Mike Scholey, CEO of Globeleq, said: "The Temane initiative is an absolute regional game-changer. It will ensure a reliable and affordable power supply - crucial elements for economic and social development.  CTT will provide electricity access to millions of people in the region."

CTT will anchor the development of the 563km high-voltage transmission line and associated transmission infrastructure (the Temane Transmission Project or TTP). An aerial view of the capital Maputo is pictured.

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Jul 26, 2021

Form Energy receives funding power for iron-air batteries

Energy
batteries
grid
Renewables
Dominic Ellis
3 min
Startup Form Energy receives $200 million Series D financing round led by ArcelorMittal’s XCarb innovation fund to further develop iron-air batteries

Form Energy believes it has cracked the conundrum of commercialising grid storage through iron-air batteries - and some of the biggest names in industry are backing its potential.

The startup recently announced the battery chemistry of its first commercial product and a $200 million Series D financing round led by ArcelorMittal’s XCarb innovation fund. Founded in 2017, Form Energy is backed by investors Eni Next LLC, MIT’s The Engine, Breakthrough Energy Ventures, Prelude Ventures, Capricorn Investment Group and Macquarie Capital.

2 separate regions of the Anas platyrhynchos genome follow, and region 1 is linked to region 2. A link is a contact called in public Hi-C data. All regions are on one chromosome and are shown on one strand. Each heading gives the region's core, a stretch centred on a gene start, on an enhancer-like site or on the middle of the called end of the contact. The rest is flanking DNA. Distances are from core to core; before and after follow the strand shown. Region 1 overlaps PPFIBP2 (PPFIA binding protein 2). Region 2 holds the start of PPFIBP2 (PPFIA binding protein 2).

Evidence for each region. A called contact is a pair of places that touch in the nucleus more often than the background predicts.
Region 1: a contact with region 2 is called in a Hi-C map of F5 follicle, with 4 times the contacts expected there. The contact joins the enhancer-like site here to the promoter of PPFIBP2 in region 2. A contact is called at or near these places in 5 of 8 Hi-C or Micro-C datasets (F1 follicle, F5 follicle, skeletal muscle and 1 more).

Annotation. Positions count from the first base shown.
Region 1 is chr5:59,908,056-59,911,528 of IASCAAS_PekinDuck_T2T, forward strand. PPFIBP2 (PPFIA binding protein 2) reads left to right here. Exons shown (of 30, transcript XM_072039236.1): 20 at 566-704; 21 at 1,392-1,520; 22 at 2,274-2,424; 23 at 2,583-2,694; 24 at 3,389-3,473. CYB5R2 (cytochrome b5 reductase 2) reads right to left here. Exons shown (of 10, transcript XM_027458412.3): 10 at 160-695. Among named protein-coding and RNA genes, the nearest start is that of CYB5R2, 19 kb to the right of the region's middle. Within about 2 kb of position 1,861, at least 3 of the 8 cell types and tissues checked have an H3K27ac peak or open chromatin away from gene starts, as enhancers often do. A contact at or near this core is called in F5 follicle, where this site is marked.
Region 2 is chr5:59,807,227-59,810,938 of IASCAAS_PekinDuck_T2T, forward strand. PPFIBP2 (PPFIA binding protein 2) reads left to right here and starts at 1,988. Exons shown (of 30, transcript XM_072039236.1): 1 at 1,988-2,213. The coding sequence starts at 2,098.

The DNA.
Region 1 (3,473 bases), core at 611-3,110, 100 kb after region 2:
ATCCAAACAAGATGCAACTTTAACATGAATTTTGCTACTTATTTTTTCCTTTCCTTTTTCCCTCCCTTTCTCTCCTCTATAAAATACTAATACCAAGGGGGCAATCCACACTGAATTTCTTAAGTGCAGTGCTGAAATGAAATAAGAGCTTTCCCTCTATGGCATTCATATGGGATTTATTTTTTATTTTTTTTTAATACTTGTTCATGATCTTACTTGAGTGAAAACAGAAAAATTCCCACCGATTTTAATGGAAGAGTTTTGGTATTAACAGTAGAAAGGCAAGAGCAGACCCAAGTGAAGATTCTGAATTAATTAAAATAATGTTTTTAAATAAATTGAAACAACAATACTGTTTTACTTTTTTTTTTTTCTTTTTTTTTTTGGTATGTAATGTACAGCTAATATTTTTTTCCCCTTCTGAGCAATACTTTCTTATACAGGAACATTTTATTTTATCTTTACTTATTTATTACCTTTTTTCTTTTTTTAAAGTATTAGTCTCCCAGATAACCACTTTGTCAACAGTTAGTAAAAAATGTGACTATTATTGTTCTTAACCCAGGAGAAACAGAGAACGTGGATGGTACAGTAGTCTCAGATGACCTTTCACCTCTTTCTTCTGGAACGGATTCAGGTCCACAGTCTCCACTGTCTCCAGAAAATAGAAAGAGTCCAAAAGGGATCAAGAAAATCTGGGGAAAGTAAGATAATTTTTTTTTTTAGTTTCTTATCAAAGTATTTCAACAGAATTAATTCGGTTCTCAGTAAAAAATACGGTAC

While solar and wind resources are the lowest marginal cost sources of electricity, the grid faces a challenge: how to manage the multi-day variability of renewable energy, even in periods of multi-day weather events, without sacrificing energy reliability or affordability.

Moreover, while Lithium-ion batteries are well suited to fast bursts of energy production, they run out of energy after just a few hours. Iron-air batteries, however, are predicted to have theoretical energy densities of more than 1,200 Wh/kg according to Renaissance of the iron-air battery (phys.org)

The active components of Form Energy's iron-air battery system are some of the cheapest, and most abundant materials: iron, water, and air. Iron-air batteries are the best solution to balance the multi-day variability of renewable energy due to their extremely low cost, safety, durability, and global scalability.

It claims its first commercial product is a rechargeable iron-air battery capable of delivering electricity for 100 hours at system costs competitive with conventional power plants and at less than 1/10th the cost of lithium-ion and can be optimised to store electricity for 100 hours at system costs competitive with legacy power plants.